Team In Crisis: Try Paired Comparison Analysis
A few days ago, I was pulled into a controversy at my local church that I thought was very minor, even petty. For or the others involved, it was a major dispute. As I was thinking about ways to resolve this disagreement, a coworker asked me to write a short piece on a 150- year-old method of comparing unlike items called Paired Comparison Analysis. Through my reading I discovered that this method is being used by some courts and judges to resolve civil issues. This fact really piqued my interest. Perhaps this was the way to resolve the dispute.
The Paired Comparison Method
Simply put, all issues are listed (six to ten issues seem to work best) and then are presented in pairs to all the other parties; for each pair the person selects the idea or solution that best satisfies the specified criterion. The theory of this method is that each item in the list is compared to every other item in pairs, thus the name, Pair Comparison Analysis. Item A is compared to item B, then to item C, to D, and so on. This forces a choice between two options; i.e. strongly prefers A to B but only slightly prefers A to C. The following is an example as to how it might be used in my case:
The controversy is over a significant number of dishes stored in the Church kitchen. The dishes are seldom, if ever used. The exception is the use of cups for a yearly tea party. The chair of that committee is so adamant the cups are not to be used any other time of year. Another committee chair will not allow the dishes to be used at all as it causes too much work cleaning up. Another committee chair states that the dishes should be sold and the storage used for other items. Each person places his/her choice in the white boxes. One person might feel selling is the best option and other storage is better.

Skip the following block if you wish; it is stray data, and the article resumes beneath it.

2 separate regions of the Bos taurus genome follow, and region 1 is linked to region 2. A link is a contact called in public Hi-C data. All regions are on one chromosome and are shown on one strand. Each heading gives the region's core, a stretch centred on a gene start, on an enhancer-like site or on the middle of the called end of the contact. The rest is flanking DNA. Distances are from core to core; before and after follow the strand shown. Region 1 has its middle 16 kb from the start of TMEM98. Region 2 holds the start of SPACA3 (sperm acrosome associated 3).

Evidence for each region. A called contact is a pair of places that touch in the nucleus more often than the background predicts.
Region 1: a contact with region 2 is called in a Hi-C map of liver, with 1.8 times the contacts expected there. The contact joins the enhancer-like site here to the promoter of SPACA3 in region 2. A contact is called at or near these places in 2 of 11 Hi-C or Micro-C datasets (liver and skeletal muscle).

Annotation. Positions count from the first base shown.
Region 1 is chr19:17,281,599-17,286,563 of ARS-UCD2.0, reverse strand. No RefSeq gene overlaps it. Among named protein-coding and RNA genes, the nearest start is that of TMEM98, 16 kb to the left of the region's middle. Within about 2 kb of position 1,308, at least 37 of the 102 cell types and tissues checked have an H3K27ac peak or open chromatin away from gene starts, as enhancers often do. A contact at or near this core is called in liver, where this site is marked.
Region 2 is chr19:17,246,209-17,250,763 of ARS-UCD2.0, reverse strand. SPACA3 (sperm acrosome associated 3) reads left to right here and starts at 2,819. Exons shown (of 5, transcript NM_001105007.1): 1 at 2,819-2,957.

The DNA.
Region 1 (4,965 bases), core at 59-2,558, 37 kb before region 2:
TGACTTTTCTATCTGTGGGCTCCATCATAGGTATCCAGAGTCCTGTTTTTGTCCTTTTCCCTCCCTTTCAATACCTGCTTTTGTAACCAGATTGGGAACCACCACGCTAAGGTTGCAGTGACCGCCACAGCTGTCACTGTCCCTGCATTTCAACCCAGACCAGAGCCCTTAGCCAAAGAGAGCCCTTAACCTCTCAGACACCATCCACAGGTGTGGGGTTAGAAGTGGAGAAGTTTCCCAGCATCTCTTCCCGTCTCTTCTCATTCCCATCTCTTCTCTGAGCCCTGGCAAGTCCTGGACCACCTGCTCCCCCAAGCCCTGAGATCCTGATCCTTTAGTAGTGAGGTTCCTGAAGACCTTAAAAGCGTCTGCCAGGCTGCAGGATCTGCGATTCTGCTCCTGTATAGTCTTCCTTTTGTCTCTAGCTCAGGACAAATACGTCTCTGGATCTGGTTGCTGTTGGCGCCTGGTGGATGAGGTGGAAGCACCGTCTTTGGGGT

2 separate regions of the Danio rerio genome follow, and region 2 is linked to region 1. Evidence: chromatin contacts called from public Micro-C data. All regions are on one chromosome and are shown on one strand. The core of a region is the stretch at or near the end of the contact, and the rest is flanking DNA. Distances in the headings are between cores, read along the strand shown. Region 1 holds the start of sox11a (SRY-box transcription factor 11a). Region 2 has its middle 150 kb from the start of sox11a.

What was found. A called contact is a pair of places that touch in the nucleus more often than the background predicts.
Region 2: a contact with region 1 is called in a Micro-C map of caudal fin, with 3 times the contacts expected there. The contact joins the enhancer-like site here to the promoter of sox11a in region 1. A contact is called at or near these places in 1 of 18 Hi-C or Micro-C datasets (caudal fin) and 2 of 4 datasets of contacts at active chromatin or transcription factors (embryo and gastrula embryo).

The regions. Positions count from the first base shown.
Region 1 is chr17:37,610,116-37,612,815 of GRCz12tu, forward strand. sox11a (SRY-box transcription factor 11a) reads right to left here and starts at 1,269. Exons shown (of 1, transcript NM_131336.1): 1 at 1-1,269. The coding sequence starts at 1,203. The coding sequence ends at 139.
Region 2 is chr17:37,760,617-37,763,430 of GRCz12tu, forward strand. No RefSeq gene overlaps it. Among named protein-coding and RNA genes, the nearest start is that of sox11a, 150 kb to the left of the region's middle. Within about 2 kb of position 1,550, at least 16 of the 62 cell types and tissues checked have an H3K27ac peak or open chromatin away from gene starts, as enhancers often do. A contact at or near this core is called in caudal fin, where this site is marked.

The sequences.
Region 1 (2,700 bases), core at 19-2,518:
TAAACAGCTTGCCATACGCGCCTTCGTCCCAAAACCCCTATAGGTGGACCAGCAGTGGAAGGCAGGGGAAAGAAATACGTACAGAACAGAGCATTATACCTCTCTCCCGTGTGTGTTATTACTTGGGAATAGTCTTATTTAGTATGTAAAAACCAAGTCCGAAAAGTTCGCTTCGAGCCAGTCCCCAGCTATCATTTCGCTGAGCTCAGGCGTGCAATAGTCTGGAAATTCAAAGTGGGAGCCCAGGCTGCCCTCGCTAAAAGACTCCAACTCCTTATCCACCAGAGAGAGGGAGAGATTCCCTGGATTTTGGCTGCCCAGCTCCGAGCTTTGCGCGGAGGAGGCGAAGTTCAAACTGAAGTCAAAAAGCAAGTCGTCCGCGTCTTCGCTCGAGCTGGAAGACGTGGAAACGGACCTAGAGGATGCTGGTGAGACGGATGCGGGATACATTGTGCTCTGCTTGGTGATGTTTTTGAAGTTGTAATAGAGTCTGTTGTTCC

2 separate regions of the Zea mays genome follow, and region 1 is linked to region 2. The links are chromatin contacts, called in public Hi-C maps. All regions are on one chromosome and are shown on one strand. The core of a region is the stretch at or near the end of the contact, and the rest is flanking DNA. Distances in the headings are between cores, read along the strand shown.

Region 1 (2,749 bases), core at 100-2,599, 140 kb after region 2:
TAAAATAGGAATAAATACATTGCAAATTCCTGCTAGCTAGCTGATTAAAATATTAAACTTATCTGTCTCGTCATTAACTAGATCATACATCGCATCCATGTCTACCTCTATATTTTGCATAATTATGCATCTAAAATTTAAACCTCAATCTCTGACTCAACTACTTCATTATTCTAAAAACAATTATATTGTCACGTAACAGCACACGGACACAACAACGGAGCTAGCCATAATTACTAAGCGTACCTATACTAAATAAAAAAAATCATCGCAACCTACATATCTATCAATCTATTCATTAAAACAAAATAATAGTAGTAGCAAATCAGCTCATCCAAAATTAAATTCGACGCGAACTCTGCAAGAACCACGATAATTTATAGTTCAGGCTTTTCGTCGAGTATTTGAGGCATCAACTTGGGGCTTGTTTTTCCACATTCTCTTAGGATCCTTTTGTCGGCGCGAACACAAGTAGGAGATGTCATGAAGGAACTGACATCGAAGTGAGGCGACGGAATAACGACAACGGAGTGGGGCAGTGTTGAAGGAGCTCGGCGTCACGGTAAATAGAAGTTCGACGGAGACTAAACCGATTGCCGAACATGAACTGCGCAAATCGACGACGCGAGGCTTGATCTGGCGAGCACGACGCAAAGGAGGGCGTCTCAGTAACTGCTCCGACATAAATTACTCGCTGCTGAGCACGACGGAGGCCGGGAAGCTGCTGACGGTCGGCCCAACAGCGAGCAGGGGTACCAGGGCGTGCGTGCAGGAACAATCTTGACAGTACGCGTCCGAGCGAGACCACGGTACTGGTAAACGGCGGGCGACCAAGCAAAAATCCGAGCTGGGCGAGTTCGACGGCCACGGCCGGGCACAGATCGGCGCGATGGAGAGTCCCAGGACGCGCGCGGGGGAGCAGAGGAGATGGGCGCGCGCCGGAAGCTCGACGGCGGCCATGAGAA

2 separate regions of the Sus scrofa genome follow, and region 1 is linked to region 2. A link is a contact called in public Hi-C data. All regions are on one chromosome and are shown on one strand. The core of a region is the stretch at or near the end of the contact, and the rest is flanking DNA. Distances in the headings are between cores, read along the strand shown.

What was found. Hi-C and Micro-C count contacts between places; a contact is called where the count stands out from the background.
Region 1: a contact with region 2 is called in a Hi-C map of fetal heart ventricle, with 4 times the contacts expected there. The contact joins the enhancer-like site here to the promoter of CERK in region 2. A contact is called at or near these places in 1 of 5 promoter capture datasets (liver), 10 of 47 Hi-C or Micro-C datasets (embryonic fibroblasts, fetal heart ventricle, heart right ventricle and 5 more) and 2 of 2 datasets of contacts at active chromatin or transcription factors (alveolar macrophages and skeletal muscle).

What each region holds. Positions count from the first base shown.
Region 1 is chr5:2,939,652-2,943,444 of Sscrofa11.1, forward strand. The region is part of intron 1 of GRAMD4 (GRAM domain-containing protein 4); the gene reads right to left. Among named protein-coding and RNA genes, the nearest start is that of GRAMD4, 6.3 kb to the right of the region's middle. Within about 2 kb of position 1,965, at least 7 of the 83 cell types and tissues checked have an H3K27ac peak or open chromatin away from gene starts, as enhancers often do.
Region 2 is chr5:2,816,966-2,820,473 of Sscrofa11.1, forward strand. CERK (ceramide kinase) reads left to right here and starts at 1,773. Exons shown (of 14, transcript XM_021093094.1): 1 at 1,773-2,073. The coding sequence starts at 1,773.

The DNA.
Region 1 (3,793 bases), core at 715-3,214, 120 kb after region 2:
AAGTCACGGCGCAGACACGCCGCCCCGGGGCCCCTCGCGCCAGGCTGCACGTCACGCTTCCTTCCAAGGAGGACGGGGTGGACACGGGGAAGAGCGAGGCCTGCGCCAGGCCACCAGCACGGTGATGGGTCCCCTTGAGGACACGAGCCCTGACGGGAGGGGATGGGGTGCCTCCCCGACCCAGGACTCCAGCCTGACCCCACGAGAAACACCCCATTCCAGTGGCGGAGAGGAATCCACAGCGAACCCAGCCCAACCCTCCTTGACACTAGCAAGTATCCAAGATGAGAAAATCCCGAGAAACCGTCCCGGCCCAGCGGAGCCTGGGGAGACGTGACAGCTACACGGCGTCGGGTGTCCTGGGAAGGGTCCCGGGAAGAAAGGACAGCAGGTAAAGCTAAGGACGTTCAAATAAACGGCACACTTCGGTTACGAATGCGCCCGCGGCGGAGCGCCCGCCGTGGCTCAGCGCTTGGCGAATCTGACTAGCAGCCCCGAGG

After everyone has considered the items, the facilitator or leader compares the results and logs them on the Paired Comparison Analysis Tool.
While the information is subjective, the comparison gives the group four pieces of information: each person’s score, the score of the group, team ranking of the items, and the degree of consensus. The degree of consensus is important to understanding the deeper issues. If the degree is too high, your team may be too close to the problem and have already convinced themselves of the issues (group think mentality). If the degree is low or shows polarity, more investigation and discussion is needed. By uncovering the hidden issues, the group can better address the needs of its members, address and then move beyond the conflict.
If your team is having issues that are restraining or even halting progress on your team’s mission, give this tool a try.